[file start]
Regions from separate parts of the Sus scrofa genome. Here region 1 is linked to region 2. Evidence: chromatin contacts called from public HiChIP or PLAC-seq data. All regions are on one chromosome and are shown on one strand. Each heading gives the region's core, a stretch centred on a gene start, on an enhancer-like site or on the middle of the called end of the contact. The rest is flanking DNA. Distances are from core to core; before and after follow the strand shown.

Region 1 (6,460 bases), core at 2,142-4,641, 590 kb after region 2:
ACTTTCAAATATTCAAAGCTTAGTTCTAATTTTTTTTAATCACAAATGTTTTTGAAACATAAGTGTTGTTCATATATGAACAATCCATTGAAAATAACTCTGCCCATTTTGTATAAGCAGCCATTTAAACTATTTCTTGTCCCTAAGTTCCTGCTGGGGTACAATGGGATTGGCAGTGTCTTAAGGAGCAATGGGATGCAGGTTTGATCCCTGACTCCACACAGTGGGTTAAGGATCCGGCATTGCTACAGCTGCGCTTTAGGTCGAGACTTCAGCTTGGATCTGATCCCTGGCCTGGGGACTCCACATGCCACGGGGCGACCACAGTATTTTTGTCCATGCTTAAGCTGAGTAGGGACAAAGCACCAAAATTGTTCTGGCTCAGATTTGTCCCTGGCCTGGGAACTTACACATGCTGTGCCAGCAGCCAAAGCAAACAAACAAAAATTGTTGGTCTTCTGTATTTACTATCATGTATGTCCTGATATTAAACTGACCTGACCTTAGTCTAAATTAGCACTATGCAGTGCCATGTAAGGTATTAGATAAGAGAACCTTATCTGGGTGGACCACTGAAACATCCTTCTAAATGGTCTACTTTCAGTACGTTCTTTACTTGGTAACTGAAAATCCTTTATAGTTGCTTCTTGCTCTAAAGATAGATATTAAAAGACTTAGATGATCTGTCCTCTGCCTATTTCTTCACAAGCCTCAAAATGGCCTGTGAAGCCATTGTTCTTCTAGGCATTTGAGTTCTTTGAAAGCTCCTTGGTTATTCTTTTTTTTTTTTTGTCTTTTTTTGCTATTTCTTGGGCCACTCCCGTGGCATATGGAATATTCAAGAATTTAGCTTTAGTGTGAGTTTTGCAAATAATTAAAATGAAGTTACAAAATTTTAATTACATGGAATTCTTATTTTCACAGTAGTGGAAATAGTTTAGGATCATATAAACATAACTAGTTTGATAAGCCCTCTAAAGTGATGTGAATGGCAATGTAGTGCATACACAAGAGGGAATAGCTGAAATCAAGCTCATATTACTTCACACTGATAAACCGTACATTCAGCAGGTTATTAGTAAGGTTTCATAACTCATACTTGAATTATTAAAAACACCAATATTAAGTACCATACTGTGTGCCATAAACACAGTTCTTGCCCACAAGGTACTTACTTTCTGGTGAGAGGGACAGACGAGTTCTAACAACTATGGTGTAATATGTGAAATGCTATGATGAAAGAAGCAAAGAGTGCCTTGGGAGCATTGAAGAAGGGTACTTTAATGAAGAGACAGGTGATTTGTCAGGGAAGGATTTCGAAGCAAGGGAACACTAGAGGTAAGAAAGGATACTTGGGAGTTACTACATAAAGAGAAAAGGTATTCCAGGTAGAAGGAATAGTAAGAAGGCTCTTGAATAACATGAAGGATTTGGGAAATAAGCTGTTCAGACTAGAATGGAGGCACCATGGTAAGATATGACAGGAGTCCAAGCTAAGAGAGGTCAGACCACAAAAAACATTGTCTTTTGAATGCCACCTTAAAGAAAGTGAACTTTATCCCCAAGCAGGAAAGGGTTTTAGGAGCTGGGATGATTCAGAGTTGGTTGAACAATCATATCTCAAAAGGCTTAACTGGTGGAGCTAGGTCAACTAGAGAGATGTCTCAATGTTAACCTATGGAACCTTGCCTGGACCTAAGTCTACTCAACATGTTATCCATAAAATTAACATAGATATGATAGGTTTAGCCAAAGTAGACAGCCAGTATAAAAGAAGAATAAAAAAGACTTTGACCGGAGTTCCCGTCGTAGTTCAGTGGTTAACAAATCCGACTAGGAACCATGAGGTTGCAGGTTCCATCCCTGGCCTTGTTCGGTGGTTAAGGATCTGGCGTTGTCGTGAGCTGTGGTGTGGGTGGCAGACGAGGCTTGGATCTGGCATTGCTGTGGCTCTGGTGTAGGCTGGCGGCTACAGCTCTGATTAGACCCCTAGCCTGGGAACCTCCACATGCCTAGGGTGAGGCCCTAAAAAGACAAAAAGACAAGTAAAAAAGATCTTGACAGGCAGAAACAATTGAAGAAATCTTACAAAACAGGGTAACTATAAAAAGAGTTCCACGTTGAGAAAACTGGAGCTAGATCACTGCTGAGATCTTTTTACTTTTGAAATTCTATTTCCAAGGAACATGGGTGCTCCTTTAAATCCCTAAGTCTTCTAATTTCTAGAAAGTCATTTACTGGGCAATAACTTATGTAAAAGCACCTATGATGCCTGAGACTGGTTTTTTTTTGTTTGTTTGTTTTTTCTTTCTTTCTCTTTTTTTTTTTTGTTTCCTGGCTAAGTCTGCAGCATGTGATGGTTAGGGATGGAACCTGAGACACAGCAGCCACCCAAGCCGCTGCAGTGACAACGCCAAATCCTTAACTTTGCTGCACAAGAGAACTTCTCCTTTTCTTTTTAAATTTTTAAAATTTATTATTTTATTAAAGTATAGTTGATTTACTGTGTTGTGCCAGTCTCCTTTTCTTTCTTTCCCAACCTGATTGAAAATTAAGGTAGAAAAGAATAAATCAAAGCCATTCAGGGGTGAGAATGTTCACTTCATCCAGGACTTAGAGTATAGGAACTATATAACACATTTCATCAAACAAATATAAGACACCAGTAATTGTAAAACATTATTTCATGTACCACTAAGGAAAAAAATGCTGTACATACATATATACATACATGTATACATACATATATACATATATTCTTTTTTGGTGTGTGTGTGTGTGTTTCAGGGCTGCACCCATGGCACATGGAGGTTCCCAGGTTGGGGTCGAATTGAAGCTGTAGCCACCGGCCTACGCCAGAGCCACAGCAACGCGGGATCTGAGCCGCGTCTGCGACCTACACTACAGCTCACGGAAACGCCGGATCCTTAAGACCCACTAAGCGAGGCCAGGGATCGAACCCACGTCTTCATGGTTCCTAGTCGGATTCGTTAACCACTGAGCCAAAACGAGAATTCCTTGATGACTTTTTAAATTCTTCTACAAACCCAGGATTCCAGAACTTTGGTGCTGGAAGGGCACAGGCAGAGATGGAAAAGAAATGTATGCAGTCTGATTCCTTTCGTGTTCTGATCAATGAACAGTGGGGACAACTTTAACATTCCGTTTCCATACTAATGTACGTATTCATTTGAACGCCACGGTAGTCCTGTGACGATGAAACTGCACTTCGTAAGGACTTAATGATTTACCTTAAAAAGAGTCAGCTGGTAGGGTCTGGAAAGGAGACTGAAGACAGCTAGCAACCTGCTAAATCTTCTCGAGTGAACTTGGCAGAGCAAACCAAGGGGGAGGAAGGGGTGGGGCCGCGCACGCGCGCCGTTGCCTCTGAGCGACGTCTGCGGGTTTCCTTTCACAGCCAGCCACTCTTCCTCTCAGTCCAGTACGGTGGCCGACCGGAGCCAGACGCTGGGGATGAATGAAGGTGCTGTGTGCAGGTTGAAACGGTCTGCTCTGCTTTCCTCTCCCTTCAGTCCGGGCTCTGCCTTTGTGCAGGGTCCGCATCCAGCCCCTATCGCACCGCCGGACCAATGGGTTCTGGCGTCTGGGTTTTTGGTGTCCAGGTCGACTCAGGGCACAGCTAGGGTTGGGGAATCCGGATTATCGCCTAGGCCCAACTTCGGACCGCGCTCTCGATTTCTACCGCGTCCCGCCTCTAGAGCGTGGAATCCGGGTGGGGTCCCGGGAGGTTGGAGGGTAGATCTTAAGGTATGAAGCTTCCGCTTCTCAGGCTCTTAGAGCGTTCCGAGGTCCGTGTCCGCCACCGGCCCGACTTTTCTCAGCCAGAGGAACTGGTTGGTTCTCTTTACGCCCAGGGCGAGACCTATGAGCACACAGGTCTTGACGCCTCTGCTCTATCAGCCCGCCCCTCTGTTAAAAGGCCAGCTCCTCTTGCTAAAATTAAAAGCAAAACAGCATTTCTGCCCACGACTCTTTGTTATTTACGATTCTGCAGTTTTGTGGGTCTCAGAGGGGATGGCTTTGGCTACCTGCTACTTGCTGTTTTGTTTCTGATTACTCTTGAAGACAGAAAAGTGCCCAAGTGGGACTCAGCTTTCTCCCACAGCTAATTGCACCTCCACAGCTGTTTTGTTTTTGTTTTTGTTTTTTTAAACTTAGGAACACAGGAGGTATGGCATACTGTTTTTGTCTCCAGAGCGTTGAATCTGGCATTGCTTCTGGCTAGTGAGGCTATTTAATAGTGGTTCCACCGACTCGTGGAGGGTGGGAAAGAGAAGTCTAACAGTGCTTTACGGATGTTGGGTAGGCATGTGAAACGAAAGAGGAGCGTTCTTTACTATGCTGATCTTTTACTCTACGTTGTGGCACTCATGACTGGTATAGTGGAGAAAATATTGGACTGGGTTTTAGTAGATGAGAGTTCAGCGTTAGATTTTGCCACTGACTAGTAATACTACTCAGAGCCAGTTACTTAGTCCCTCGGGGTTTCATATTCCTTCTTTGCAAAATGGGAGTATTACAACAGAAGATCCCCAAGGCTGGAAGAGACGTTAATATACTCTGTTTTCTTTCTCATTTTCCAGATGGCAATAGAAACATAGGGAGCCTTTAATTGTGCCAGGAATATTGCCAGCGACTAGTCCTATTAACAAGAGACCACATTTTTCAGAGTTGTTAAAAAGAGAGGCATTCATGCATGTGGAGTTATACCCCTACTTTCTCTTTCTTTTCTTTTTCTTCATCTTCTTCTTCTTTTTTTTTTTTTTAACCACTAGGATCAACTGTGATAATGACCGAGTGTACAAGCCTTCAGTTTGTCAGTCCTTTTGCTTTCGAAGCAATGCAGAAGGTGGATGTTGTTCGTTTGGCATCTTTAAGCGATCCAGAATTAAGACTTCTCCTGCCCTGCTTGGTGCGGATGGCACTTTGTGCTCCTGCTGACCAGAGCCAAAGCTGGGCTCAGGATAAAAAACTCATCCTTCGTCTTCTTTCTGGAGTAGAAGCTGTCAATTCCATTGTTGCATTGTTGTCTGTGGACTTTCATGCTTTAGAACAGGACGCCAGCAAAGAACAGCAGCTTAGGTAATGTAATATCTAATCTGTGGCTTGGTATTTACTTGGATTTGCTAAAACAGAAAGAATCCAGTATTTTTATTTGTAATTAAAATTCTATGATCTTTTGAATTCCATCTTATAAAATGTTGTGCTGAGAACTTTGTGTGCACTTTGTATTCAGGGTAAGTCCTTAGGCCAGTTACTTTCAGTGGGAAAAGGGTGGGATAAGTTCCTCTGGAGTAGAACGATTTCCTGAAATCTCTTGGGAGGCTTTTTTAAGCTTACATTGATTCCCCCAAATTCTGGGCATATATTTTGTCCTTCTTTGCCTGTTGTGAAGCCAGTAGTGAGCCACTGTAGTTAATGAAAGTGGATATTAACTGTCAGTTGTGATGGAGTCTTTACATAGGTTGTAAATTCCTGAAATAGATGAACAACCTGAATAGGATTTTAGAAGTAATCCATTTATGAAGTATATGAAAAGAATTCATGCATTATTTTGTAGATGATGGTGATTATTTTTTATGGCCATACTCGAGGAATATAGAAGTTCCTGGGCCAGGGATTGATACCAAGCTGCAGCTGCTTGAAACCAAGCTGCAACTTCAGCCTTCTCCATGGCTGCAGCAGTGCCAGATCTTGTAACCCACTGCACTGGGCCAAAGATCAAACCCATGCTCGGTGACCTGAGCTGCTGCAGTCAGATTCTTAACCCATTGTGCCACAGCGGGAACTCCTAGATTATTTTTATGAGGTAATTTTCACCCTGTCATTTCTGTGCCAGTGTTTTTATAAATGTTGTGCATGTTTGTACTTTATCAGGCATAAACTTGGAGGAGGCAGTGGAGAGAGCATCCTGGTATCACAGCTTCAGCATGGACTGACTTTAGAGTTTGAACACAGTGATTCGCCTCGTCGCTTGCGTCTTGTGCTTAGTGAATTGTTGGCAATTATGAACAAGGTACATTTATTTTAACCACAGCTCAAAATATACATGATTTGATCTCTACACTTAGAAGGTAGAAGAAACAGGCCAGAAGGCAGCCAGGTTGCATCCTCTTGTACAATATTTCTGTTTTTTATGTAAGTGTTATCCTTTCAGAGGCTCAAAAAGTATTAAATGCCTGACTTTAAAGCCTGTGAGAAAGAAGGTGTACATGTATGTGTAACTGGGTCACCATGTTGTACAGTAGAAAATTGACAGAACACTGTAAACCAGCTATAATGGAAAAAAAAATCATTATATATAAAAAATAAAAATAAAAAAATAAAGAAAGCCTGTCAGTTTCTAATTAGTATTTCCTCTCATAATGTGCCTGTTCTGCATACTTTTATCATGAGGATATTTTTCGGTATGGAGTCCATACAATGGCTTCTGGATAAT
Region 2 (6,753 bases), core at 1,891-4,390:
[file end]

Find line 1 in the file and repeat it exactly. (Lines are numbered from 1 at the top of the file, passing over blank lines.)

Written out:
Regions from separate parts of the Sus scrofa genome. Here region 1 is linked to region 2. Evidence: chromatin contacts called from public HiChIP or PLAC-seq data. All regions are on one chromosome and are shown on one strand. Each heading gives the region's core, a stretch centred on a gene start, on an enhancer-like site or on the middle of the called end of the contact. The rest is flanking DNA. Distances are from core to core; before and after follow the strand shown.